This word relates to their team’s secret codewords, while the number represents how many codewords the hint is applicable to. For instance, if a spymaster needs their team to pick the codewords ‘Cat,’ ‘Dog,’ and ‘Bird,’ the clue they give could be “animal.” However, the game never winds up being this simple, as the real challenge lies in coming up with clues that won’t lead your team in the right direction, despite many codewords sharing similarities.
Why Codenames is a Great Card Game for Beginners
Codenames is simple to play, though requires no small amount of brainwork from spymasters in order to guide their teams to the correct codewords. As it also favors teams that are on the same wavelength as their spymaster, with in-jokes becoming a means of whittling out codewords, it can become a personal experience for players who utilize their long-standing relationships in order to triumph over their competitors.
- Players: 3 – 20
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How to Play Funemployed
Job interviews are a drag. You sit down opposite someone paid to analyze your every move, explain to them why you wouldn’t set their company on fire, then wait a couple of weeks before you find that you were beaten to the punch by the CEO’s second cousin twice removed. Fortunately, Funemployed isn’t anything like a real interview, aside from the parts where you lie and also the crippling anxiety that comes with having to present in front of people.
In Funemployed you’re tasked with making a fake resume out of a series of weird, Cards Against Humanity-esque cards. You then use this fake resume in order to apply for a fake job, such as a funeral director or a fortune cookie writer. You then have to explain why qualifications such as your exposed butt crack, your deafness in one ear, or your hobby as a furry make you an ideal candidate for the role. One player acts as your employer, and they will award a point to the player who holds the best interview.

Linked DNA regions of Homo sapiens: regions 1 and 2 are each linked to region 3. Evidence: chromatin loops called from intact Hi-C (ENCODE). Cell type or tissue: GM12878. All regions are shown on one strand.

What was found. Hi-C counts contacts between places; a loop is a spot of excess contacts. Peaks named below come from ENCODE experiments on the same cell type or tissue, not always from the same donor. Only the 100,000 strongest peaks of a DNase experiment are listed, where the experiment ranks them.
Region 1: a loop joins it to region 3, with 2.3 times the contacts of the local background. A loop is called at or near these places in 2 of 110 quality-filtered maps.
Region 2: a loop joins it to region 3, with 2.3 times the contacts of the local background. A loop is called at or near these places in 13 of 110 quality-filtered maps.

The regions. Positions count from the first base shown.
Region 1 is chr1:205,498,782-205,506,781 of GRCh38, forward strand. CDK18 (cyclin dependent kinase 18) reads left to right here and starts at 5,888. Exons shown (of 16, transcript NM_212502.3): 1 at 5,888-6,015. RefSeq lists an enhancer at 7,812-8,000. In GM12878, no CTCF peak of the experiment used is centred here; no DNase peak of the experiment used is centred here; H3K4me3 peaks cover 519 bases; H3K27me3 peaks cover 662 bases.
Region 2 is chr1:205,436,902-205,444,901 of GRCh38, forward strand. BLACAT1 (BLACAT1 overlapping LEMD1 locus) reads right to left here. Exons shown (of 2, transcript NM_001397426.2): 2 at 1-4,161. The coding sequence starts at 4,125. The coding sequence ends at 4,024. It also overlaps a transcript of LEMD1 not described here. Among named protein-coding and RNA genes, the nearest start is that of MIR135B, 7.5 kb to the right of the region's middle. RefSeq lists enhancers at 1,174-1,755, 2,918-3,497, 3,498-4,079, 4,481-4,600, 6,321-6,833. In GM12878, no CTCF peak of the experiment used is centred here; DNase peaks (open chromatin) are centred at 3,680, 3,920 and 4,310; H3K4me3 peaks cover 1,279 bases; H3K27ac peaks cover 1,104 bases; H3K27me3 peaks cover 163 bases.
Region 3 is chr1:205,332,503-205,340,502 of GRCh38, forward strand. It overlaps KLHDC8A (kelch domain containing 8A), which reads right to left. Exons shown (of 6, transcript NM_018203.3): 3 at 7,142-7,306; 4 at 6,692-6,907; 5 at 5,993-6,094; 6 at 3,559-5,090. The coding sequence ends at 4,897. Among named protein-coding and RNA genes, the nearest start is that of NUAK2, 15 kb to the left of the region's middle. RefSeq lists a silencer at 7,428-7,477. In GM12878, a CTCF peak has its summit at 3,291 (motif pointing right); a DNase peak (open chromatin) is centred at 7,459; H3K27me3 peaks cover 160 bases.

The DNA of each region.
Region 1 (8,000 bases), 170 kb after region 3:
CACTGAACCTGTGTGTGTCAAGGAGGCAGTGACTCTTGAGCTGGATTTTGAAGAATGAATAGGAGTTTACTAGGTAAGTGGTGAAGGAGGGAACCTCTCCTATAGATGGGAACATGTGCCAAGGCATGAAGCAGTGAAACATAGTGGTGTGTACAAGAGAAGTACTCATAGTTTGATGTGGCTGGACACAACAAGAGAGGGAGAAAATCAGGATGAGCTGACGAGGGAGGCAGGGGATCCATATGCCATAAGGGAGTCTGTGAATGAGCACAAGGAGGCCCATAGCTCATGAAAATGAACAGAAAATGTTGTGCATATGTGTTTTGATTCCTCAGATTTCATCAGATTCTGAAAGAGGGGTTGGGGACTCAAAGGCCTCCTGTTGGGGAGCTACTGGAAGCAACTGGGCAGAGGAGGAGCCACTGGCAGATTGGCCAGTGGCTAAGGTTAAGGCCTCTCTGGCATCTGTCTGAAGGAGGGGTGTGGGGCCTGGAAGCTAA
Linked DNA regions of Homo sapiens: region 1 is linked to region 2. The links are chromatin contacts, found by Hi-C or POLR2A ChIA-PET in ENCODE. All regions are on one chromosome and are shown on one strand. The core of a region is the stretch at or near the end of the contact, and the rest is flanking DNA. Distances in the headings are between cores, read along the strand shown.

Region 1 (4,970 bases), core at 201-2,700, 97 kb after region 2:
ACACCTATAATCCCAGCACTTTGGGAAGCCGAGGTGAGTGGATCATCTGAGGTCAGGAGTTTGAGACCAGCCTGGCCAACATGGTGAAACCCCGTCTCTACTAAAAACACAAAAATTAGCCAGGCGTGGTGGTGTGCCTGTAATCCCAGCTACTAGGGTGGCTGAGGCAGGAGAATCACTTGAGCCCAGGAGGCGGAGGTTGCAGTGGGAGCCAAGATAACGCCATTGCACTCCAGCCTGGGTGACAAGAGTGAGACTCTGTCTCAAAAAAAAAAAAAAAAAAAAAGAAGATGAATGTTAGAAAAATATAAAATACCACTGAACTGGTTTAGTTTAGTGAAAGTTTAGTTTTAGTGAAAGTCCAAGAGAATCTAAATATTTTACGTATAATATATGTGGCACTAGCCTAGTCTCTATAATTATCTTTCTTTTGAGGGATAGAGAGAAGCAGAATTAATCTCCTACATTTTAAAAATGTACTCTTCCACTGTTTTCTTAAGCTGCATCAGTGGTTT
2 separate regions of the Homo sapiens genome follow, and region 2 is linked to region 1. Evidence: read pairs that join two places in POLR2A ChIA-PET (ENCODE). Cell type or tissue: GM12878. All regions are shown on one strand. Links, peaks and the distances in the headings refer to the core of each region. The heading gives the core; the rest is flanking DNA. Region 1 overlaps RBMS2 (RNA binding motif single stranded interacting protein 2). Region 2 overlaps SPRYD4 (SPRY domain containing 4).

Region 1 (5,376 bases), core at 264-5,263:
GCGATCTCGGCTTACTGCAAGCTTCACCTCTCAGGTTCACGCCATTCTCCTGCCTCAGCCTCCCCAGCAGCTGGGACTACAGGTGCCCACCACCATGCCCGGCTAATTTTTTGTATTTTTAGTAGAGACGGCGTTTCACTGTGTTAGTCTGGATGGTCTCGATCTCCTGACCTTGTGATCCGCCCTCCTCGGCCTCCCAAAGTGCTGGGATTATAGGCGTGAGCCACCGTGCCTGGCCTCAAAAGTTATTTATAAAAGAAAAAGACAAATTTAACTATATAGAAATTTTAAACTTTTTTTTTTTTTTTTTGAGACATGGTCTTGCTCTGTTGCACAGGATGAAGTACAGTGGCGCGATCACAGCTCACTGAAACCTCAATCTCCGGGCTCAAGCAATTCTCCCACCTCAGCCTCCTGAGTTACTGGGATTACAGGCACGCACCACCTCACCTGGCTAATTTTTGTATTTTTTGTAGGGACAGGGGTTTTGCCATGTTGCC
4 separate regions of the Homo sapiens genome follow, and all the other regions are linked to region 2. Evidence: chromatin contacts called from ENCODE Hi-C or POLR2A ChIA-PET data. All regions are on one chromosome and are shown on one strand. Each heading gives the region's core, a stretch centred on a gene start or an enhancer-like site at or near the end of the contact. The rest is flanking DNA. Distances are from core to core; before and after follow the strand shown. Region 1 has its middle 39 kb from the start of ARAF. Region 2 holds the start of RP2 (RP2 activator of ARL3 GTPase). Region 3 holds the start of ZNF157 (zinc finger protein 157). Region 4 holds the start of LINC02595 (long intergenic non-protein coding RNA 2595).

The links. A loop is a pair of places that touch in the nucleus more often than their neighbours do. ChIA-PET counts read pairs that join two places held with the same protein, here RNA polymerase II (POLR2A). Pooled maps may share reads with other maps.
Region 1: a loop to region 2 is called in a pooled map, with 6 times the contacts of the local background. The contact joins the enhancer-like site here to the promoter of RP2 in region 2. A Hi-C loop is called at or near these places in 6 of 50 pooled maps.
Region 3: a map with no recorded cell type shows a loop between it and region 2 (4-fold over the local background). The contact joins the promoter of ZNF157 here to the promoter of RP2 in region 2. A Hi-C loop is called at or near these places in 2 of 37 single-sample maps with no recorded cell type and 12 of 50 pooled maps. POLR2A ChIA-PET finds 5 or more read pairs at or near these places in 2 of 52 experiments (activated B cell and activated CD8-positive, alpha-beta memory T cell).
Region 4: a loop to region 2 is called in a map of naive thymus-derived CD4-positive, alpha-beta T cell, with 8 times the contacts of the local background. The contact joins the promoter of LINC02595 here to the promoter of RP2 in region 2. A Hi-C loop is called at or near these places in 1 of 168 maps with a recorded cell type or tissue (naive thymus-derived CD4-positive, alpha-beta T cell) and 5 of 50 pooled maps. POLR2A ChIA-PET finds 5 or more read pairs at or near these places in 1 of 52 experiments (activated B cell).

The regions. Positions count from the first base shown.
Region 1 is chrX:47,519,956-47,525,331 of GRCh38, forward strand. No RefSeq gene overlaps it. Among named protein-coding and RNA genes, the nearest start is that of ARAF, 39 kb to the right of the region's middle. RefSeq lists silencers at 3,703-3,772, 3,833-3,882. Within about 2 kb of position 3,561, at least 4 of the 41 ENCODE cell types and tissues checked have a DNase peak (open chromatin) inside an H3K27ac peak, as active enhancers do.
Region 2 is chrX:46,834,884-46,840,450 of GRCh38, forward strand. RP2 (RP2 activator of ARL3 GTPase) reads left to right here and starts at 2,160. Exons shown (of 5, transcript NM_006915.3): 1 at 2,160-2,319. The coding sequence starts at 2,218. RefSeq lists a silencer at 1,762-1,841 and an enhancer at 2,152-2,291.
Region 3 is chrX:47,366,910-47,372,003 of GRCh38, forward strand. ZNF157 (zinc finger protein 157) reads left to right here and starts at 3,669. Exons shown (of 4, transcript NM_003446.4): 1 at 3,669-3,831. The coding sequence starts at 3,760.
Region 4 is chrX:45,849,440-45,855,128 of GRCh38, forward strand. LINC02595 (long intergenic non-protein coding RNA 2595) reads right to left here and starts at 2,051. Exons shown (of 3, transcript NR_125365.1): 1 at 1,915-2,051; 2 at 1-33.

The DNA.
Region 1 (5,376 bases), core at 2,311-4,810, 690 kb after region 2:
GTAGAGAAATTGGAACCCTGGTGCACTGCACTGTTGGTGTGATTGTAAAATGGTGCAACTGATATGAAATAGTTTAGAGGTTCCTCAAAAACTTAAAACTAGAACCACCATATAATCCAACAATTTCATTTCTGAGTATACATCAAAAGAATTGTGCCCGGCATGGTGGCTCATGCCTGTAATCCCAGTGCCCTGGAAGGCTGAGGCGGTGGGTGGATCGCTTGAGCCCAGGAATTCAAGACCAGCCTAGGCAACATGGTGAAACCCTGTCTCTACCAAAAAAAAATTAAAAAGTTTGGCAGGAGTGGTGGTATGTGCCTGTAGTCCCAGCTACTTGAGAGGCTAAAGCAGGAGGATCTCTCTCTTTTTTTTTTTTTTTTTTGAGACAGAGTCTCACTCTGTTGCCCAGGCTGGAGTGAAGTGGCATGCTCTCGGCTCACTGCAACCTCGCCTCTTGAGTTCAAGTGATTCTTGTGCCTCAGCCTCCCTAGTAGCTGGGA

Why Funemployed is a Great Card Game for Beginners
Funemployed effectively transforms your friends into improvisational comedians. It’s not much of a competitive game, with points often flying out the window in favor of enjoying watching your pals try to explain why uncontrollable gas makes them a perfect fit to be a priest.
Most Cards Against Humanity-esque games leave me cold, as after you’ve run through the pack there isn’t much scope there for repeated plays. However, with Funemployed completely reliant on the players to make it entertaining, as long as you have a group of friends with a sense of humor then you’re likely going to get a lot out of this.
- Players: 3 – 6
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How to Play Dixit
Dixit is a game about storytelling. Guiding a rabbit through a dreamy garden, you’ll be tasked with offering a sentence or a phrase that helps describe a card in your hand. The other players then offer up cards that could also align with your sentences, with them then having to guess which card you were describing over your rivals’ cards. You lose points if no players guess correctly or all players guess correctly, meaning you’re going to need to retain some ambiguity in your clue.
Why Dixit is a Great Board Game for Beginners
Dixit is a thoughtful game that rewards creativity over everything else. The beautiful artwork on each card is packed with various talking points you could use for your clue, but trying to point players in the right direction while not giving away too much can be a challenge. However, this difficulty does not lie in the mechanics of the game, but rather its players having to be imaginative in order to come out on top.